Weight Gain in Pregnancy

What exactly is healthy weight gain in pregnancy, and how do you keep your weight within these healthy ranges?


What exactly is healthy weight gain in pregnancy, and how do you keep your weight within these healthy ranges? Naturopath Stephanie Hamilton explains. 

Gaining weight during a healthy pregnancy is inevitable. In fact, your baby’s growth and health depends on it. Being overweight or underweight during pregnancy can have many risks, so it is important to make sure you stick within the recommended weight gain guidelines.

The below table outlines the recommended weight gain during pregnancy based on your weight before you conceived, and it is intended as a guide only. If you are carrying twins or multiple babies, you’re likely to gain more weight. Discuss what a healthy weight gain is for you with your healthcare professional.

Pre-pregnancy weight vs Recommended weight gain

  • Underweight (BMI less than 18.5) 12.5 - 18 kilograms
  • Normal weight (BMI 18.5 - 24.9) 11.5 - 16 kilograms
  • Overweight (BMI 25 - 29.9) 7 - 11.5 kilograms
  • Obese (BMI 30 or greater) 5 - 9 kilograms

Keeping your weight gain within the healthy ranges will help to reduce the risk of many complications that can occur during pregnancy and child birth.

According to research, there are many implications of too much or too little weight gain in pregnancy, and it seems that your weight at conception also plays an important role.

Several studies have suggested that low gestational weight gain is associated with pre-term birth and lower birth weight, especially in women who were underweight before pregnancy. High gestational weight gain is associated with macrosomia (excessive birth weight), especially in women who were overweight or obese before pregnancy.

Tips to maintain a healthy weight range

Start at a healthy weight

Make sure part of your preconception care plan focuses on getting you to a healthy weight. Obesity and being underweight has been linked with reduced fertility, and if you are overweight at the onset, it will be even more difficult for you to lose the weight after the baby is born.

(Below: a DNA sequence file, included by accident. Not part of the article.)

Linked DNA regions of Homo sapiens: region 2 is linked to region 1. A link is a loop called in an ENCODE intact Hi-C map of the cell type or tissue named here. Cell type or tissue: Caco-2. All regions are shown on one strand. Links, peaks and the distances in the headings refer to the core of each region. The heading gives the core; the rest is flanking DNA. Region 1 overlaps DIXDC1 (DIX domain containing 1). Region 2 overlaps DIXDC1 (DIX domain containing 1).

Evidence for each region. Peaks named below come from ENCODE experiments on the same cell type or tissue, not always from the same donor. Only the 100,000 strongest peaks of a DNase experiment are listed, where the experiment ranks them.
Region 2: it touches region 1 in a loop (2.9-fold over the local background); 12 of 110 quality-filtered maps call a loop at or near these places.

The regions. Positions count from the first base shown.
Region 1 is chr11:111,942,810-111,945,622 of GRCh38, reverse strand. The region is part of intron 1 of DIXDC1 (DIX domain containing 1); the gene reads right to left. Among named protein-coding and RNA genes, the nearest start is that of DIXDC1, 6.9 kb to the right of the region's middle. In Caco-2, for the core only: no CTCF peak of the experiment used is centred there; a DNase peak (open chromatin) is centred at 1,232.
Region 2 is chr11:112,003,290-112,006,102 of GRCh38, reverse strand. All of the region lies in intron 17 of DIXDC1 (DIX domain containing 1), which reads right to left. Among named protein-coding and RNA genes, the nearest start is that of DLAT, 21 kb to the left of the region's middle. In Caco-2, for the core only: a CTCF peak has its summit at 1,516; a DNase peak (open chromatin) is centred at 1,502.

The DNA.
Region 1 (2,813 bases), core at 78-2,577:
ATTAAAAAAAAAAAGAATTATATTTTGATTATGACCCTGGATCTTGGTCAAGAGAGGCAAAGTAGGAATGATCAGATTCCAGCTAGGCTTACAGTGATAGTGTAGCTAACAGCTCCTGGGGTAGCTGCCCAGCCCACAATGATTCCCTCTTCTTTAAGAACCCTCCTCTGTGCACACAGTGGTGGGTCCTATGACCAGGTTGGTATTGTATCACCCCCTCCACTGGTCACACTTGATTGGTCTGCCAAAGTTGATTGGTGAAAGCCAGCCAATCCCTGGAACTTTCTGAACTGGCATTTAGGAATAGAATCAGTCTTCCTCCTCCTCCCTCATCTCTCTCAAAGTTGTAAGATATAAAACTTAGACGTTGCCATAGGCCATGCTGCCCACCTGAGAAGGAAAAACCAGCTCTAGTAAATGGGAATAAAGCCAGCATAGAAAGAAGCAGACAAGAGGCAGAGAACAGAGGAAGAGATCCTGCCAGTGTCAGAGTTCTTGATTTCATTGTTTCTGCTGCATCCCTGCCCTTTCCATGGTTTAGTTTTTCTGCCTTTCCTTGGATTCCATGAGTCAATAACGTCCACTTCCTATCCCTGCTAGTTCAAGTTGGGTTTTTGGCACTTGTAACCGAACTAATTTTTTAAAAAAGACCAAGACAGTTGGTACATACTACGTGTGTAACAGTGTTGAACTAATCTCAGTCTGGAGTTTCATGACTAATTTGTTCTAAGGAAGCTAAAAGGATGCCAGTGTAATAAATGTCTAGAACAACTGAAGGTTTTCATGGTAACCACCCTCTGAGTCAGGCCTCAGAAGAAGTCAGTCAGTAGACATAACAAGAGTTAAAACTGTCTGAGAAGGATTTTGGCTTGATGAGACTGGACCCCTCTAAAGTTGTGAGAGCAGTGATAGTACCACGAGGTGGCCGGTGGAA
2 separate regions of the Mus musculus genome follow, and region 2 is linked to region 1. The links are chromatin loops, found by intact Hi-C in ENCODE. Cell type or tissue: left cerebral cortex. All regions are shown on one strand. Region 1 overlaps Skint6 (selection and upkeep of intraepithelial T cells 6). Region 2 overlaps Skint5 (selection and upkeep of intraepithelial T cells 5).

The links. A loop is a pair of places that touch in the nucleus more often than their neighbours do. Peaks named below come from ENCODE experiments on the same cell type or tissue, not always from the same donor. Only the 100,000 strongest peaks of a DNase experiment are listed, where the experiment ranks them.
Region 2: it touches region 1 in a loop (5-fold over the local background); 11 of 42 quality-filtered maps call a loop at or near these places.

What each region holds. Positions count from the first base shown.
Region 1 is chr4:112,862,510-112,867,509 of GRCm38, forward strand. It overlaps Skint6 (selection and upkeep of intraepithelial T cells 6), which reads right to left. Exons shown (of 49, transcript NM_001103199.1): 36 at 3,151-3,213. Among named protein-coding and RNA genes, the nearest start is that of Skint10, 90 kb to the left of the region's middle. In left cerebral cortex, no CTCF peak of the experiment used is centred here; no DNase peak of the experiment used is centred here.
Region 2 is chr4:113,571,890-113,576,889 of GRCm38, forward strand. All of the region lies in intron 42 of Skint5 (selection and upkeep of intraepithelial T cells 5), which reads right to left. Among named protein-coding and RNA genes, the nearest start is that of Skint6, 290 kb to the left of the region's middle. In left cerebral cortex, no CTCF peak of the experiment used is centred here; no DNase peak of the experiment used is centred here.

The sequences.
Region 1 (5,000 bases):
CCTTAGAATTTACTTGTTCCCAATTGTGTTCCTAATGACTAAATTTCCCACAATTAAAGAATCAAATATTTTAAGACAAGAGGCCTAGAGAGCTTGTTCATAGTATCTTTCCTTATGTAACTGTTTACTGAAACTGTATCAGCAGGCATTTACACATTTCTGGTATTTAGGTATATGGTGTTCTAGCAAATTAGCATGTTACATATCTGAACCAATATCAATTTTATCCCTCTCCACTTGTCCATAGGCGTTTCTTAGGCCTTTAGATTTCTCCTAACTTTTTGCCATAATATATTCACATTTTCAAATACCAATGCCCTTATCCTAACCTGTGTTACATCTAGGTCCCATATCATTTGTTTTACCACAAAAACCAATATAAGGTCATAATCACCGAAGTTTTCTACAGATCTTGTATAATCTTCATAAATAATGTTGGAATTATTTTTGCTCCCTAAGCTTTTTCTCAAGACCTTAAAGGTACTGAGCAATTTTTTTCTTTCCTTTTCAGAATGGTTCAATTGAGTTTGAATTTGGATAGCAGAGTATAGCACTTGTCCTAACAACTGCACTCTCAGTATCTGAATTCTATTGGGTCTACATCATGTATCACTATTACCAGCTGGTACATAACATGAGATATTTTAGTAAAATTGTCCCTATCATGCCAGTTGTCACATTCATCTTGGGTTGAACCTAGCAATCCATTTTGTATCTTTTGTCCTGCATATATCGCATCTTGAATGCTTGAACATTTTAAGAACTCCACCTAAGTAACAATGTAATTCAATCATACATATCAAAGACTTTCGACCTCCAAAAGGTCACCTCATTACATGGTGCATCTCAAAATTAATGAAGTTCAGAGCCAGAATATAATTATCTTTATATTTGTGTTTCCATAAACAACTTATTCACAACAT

Eat nutrients for two, not food for two

See article Seven top foods when you’re eating for two for more specific information on a healthy pregnancy diet.

Manage your cravings

If you are hankering for a thick shake or a cream bun every hour, you need to practice some willpower and understand that these foods will not benefit you or your baby at all. Select foods that are satisfying but nutritious.

Regular gentle exercise and keep active

Exercise has many benefits during pregnancy especially for circulation and fluid retention, but keeping active will also help ensure your weight is kept within range. Regular exercise will also make it easier to get back into shape after the birth. See Keeping fit during pregnancy for more.

Get your partner involved

It’s easier to be motivated when there are two of you and one isn’t pregnant and tired!

See a naturopath

If you are concerned about your weight or feel you need some specific guidance, a naturopath can discuss a healthy pregnancy plan.

As you enter the later stages of your pregnancy, you begin to feel ‘fuller’ and ‘heavier’ and perhaps not as sexy as you dreamt you would in your preconception days. The ability to engage in regular exercise may be reduced.

You may find that cellulite becomes a little more noticeable around your buttocks and thighs, but in the positive words of many heavily pregnant women I have spoken to recently: “It’s all worth it!”

The key is to eat well and nourish yourself completely to allow for the extra weight to be lost easily after birth. It’s very important to have these extra curves and storage places to prepare for breast-feeding which will use up those fat stores quickly.

References available on request


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